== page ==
Adeeb Assaed is a 48-year-old hunter from Palmyra. He has been collaborating with the project wildlife team since the inception of the survey programme, making a remarkable contribution to its success. He made possible the discovery of rare wildlife, including the N. Bald Ibis. Adeeb loves hunting, especially falcon hunting (more properly, falcon capturing). Every year he spends two to three months in the Hamad desert, 100 km south of Palmyra, close to the Iraqi border for this purpose. He knows Bedouin culture and their traditions very well, because his father traded with them (and became very respected among them, a kind of sheikh), and also because he has spent long periods of his life out in the desert hunting. As he started hunting so young, he is one of the youngest in Palmyra to have witnessed the destruction of Al Badia from the very beginning. Interestingly, due to his involvement in project surveys, we were able to put him in contact with European birdwatchers on several occasions. These birdwacthing trips to the Hamad desert were a success both for the birdwatchers and for Adeeb who accompanied them. The idea of tourists ready to spend money for watching wildlife and nature was completely new to the locals, and the news spread quickly within Al Badia.

When did you start caring about nature?

When I was five years old my father sent me for a week to the camp of the sheikh of the Sba’a tribe in the Hamad. The sheik was there hunting with falcons, and I accompanied him for the whole week. From that time I started loving the Hamad and falcons. I remember we ate grilled jerboa (Allactaga euphratica, Jaculus jaculus). Eighteen years later, during which time we never met again, the sheikh recognized me one night when I entered his tent in the Saudi Arabian desert.

The Asiatic Jackal (Canis aureus syriacus) is one of the carnivores occurring within Al Talila reserve.

Photo M. Abdallah

What did the Hamad look like 40 years ago, at the time you went to the sheikh?

The landscape was completely different, there was a lot of thick and high shrubby vegetation, with plenty of antelopes and houbaras around (Houbara Bustard, Chlamidotis undulata, the preferred bird of prey of the Arab hunters because of its reportedly delicious meat, listed as a threatened species on the IUCN 2000 Red List, Ndr). Really, a marvellous landscape compared to the present barren one. Gazelles were still seen some 20 years ago around Palmyra.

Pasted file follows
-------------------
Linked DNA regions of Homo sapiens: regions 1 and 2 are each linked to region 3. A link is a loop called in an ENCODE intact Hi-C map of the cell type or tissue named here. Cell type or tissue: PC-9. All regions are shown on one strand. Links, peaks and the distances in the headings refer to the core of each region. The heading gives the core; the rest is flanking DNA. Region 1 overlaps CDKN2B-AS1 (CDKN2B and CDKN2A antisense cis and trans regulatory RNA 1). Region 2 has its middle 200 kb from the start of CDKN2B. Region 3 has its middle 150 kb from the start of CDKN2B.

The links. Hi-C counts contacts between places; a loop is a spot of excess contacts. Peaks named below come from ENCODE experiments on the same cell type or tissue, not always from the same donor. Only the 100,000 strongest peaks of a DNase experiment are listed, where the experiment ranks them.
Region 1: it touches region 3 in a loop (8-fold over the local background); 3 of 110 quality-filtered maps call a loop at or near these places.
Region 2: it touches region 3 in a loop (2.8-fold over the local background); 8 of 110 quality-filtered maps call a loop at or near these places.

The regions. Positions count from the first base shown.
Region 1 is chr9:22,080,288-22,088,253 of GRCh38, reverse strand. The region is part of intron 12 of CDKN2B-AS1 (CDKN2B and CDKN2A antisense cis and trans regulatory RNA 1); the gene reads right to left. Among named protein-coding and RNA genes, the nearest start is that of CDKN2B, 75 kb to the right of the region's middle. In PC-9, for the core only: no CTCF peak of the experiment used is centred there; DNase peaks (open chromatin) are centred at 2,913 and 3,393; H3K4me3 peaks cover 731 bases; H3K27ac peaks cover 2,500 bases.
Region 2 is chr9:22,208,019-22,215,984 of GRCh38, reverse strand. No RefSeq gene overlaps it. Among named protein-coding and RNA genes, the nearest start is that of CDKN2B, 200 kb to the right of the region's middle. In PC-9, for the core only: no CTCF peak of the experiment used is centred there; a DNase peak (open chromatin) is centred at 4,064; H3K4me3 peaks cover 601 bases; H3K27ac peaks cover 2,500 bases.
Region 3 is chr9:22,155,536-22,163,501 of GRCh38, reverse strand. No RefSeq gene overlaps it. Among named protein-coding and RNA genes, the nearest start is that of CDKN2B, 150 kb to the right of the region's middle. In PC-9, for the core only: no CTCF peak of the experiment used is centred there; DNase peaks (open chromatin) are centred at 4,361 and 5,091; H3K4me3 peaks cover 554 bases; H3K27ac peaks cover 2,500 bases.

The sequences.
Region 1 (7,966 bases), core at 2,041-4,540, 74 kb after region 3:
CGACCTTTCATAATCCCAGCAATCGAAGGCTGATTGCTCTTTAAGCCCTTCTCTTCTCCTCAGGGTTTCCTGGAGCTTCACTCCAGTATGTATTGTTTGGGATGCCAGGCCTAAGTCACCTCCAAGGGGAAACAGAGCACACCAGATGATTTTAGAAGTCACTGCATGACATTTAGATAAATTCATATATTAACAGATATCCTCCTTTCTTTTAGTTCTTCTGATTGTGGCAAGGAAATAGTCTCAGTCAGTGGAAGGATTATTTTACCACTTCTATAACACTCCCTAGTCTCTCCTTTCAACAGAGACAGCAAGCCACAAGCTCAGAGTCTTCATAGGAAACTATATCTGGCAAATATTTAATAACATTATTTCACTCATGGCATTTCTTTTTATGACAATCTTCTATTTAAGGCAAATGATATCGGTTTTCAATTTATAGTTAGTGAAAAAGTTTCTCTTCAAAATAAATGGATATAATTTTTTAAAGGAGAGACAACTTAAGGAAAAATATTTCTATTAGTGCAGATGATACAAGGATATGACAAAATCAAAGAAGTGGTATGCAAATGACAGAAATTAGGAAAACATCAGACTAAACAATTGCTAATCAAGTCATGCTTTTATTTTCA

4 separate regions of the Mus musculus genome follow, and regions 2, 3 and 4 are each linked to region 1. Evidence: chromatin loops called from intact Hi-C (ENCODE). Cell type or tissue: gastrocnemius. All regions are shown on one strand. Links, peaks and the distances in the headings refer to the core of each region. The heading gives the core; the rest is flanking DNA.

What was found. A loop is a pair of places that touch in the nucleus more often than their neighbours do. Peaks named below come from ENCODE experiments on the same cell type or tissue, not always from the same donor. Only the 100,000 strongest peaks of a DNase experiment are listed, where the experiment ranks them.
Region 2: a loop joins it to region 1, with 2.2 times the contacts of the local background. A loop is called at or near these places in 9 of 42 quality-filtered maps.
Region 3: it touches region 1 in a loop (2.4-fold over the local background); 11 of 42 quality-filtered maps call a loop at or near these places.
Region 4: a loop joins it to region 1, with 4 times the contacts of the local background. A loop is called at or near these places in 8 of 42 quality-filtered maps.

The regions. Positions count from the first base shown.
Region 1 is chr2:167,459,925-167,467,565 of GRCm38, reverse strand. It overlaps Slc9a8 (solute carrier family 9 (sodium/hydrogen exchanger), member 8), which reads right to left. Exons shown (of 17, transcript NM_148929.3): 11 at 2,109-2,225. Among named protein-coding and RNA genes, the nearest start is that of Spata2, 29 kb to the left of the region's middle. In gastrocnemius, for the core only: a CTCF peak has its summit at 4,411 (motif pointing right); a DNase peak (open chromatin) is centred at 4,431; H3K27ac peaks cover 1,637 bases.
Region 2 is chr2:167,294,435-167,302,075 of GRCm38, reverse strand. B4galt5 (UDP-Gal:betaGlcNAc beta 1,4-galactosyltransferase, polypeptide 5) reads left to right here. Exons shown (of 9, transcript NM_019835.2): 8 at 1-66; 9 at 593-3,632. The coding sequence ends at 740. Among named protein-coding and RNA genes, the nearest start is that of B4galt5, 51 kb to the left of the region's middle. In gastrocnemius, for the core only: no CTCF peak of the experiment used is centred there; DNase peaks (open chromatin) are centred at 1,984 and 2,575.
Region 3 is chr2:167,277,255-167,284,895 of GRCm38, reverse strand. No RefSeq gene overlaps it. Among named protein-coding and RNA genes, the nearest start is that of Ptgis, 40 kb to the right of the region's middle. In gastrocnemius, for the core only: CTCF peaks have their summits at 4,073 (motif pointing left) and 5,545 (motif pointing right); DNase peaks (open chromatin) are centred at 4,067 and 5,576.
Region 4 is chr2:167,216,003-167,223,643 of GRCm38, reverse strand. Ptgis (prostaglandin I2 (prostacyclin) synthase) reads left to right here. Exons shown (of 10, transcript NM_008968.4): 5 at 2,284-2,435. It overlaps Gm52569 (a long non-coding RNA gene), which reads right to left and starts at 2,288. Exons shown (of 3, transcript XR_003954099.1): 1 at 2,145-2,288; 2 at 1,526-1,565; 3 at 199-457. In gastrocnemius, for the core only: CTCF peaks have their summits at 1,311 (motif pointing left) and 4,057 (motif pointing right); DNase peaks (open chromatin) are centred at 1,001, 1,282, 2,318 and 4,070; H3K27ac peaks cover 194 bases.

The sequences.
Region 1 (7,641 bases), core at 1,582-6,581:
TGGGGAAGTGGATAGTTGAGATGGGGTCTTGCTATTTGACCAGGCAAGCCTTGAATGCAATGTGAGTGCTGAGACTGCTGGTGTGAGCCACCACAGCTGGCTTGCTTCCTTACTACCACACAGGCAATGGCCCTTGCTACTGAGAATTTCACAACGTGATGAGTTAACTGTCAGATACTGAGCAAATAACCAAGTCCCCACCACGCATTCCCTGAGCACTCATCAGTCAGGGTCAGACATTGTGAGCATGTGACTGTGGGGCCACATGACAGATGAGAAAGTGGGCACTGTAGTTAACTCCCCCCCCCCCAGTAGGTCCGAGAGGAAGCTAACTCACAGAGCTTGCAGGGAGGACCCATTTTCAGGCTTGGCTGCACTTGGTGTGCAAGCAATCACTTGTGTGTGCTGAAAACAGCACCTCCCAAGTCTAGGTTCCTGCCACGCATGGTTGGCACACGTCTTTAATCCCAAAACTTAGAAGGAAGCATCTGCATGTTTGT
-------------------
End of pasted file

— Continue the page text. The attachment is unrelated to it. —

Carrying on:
What happened to the Hamad after that time?

Uncontrolled increase in the numbers of sheep, cutting of shrubs for firewood, an increase in motorized vehicles, and barley cultivation. The houbara has disappeared not because of hunting but because of habitat destruction.

Do you think Hamad will ever recover from this disaster?

I believe the situation is actually reversible. With protection and rehabilitation, the Hamad could revert to its original state in five years, I guess. For instance there is a strip of land that was saved from the disaster due to military-security reasons; it is the one running immediately adjacent to the Iraqi border. This strip is still quite pristine. Also, there are about 300 gazelles still surviving in a rocky and unaccessible basaltic harrat on the border with Jordan.

Convolvulus arvensis.

What do you like about the Hamad desert?

Whenever I go there I feel like a king - the open skies, waking up early, the scent of the desert flowers and the birdsongs while driving in the early morning, the talks in the tent at night. You know, I was the fifth Palmyrean to go hunting in Hamad, many years ago, just because not so many people could maintain or afford a proper car to drive up to there and come back in one piece.

Do you think you are a different kind of hunter compared to the others?

I believe so. I think I have a moral concern most of the others lack.

Cape Hare (Lepus capensis syriacus) is overhunted in Al Badia.

Photo G. Serra

In what way?

I would never kill birds like eagles just for the sake of killing for sport [birds with no commercial value]. My target is clear: I go for falcons and houbara and a few others. I never kill birds close to their nest. I have always refused to accompany rich hunters into Al Badia despite the big money they offered me.